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Chicago Insurance Co. v. Paulson & Nace, PLLC

United States District Court, D. Columbia.

April 10, 2014

PAULSON & NACE, PLLC, et al., Defendants

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[Copyrighted Material Omitted]

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For CHICAGO INSURANCE COMPANY, Plaintiff: David Drake Hudgins, LEAD ATTORNEY, HUDGINS LAW FIRM, P.C., Alexandria, VA; Paulette S. Sarp, PRO HAC VICE, HINSHAW & CULBERTSON, LLP, Minneapolis, MN.


For GABRIEL ASSAAD, Defendant: Gabriel Amin Assaad, LEAD ATTORNEY, ASSAAD LAW, PLLC, Washington, DC.


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AMY BERMAN JACKSON, United States District Judge.

In this case, an insurance carrier seeks a declaratory judgment holding that it is not bound to cover the costs of a legal malpractice action brought against a District of Columbia law firm and two of its attorneys. Invoking this Court's diversity jurisdiction, plaintiff Chicago Insurance Company (" CIC" ) brings this action against defendants Paulson & Nace, PLLC (" Paulson & Nace" ), Barry J. Nace, Gabriel Assaad, and Sarah Gilbert. Paulson & Nace is a law firm at which attorney Barry J. Nace practices. Gabriel Assaad, also an attorney, was formerly an associate at Paulson & Nace.[1] Sarah Gilbert is a former Paulson & Nace client. In July 2007, CIC issued a professional liability insurance policy to Paulson & Nace and Barry J. Nace, which defendant Nace renewed for the July 2008--July 2009 period.

On November 1, 2013, the Circuit Court for the City of Richmond, Virginia awarded defendant Gilbert a $1.75 million legal malpractice judgment against the attorney defendants. According to CIC, the attorney defendants should have been aware of defendant Gilbert's potential claim before the inception of the CIC--Nace insurance policy, and they failed to notify CIC as required by the policy. Therefore, CIC seeks a declaratory judgment from this Court that it has no obligation to indemnify the attorney defendants for the damages, costs, or fees incurred in connection with the Gilbert legal malpractice lawsuit.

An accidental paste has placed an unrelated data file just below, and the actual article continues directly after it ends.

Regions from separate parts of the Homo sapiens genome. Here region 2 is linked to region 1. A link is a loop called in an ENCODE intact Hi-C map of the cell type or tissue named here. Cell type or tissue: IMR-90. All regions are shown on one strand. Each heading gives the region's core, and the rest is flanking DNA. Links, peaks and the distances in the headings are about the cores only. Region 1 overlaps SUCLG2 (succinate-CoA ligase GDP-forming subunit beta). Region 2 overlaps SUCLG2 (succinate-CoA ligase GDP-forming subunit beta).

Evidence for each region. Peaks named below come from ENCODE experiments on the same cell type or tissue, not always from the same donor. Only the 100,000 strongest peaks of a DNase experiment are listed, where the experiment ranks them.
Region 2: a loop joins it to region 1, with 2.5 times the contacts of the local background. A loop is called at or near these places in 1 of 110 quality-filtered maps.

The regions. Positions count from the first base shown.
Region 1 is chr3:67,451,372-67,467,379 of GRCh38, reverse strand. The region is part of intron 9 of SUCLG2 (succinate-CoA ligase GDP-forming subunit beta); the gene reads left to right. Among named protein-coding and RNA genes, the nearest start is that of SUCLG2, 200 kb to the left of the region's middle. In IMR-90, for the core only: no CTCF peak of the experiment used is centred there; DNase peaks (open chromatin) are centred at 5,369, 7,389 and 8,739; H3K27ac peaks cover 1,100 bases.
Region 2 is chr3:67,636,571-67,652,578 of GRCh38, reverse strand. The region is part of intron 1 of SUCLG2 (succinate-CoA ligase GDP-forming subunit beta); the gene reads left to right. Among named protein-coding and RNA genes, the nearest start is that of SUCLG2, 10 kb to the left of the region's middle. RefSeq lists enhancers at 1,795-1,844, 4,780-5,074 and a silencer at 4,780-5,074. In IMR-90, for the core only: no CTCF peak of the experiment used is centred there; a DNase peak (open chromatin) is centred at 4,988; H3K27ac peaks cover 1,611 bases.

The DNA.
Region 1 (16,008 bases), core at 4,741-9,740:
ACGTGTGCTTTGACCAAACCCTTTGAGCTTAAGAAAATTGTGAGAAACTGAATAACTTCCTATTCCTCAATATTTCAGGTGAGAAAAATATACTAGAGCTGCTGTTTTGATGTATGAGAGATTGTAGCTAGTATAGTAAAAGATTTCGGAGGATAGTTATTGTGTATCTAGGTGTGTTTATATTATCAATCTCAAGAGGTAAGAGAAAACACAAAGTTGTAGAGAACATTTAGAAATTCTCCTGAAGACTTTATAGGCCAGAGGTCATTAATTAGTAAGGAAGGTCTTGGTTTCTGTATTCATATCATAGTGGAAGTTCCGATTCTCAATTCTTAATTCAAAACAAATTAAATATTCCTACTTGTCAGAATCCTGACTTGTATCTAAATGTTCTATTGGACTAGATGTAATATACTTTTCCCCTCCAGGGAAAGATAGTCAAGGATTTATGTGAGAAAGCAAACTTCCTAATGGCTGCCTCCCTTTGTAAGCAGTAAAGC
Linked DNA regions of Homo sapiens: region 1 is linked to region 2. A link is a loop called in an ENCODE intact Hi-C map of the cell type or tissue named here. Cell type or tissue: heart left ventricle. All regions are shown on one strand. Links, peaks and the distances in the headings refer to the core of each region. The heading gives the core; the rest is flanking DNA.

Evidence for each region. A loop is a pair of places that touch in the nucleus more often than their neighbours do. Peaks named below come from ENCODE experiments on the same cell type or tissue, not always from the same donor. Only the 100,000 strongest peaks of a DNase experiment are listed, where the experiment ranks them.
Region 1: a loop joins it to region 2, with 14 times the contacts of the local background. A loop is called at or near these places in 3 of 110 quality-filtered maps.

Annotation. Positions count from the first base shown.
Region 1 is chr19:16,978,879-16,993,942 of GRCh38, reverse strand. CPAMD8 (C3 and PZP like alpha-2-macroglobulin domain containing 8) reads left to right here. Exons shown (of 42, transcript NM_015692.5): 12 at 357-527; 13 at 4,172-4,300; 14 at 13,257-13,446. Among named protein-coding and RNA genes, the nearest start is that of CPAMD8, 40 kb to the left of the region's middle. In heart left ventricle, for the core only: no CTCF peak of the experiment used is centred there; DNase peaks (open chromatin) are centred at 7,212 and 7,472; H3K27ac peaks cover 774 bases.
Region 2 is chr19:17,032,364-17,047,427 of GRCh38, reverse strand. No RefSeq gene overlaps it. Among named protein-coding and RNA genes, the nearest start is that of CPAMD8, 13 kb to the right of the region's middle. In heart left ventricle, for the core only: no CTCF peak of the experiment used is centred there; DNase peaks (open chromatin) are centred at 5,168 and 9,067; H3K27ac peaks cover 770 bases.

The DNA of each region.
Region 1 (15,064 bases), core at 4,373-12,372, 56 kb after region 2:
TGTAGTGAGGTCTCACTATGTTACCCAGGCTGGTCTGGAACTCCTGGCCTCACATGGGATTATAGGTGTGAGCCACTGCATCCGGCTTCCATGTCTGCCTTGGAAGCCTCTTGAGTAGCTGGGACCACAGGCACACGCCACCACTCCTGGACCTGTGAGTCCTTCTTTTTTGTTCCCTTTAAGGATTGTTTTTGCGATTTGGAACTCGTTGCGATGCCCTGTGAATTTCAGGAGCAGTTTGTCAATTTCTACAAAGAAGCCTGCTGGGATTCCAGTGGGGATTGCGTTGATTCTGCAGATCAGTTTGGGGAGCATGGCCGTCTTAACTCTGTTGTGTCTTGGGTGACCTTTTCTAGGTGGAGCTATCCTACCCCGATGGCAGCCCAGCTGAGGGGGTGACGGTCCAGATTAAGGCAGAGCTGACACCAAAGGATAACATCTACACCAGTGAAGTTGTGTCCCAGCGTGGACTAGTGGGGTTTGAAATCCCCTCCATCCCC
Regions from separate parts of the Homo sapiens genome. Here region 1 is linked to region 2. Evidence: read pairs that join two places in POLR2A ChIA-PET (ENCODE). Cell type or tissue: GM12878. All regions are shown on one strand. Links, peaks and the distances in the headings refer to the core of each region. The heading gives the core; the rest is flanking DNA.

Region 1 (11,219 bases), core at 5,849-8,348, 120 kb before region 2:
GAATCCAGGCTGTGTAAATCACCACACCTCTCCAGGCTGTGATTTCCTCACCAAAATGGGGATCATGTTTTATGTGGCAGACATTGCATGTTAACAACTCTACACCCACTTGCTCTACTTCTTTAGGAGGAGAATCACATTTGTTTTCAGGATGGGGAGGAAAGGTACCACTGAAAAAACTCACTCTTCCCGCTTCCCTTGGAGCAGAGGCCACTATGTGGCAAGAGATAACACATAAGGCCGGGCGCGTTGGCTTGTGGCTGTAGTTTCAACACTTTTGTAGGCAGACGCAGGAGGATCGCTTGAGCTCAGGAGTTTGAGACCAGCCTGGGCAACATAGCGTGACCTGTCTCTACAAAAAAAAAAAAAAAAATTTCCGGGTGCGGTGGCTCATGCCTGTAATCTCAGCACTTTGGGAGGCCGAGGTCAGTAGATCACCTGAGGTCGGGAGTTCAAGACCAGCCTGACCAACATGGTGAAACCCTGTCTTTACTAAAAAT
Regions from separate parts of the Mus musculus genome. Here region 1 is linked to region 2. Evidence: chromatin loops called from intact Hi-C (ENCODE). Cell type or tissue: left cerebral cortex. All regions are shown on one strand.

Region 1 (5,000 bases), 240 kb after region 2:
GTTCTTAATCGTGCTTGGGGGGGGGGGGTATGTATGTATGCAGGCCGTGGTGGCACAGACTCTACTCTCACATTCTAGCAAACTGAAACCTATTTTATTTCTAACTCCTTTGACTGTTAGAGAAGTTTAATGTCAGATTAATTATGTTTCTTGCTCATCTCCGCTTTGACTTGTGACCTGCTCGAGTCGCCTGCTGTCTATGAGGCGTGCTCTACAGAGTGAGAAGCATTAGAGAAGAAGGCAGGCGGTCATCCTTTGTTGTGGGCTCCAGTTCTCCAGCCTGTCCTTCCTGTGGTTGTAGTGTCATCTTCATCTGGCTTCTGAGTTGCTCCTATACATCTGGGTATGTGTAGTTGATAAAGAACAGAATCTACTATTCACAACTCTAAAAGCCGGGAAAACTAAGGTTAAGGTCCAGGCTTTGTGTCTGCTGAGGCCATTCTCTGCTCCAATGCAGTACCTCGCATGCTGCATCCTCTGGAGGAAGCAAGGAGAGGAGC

After completing discovery in this action, defendants Barry J. Nace, Paulson & Nace, and Sarah Gilbert, and plaintiff CIC all moved for summary judgment.[2] Defendants contend that Virginia substantive law should apply in this diversity case, and that Virginia law precludes judgment for

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CIC. They further argue that the attorney defendants were not aware of defendant Gilbert's potential claim until 2009, and that CIC has waived its defense to coverage, or in the alternative, that CIC is estopped from asserting it because CIC did not reserve its rights until 2012. Plaintiff maintains that District of Columbia law applies to this case, that the attorney defendants reasonably should have known that defendant Gilbert had a potential claim against them before the inception of the insurance policy, and that the doctrines of waiver and estoppel do not bar its defense to coverage.

The Court finds that District of Columbia law applies to this case, that the attorney defendants should have known of defendant Gilbert's potential claim before they even applied for the CIC insurance policy, that the attorney defendants failed to notify CIC of the potential claim, and that CIC's defense to coverage is not barred by the doctrines of waiver or estoppel. Therefore, the Court will grant plaintiff's motion for summary judgment and deny defendants' motion.


I. Factual Background[3]

A. The Gilbert Medical Malpractice Lawsuit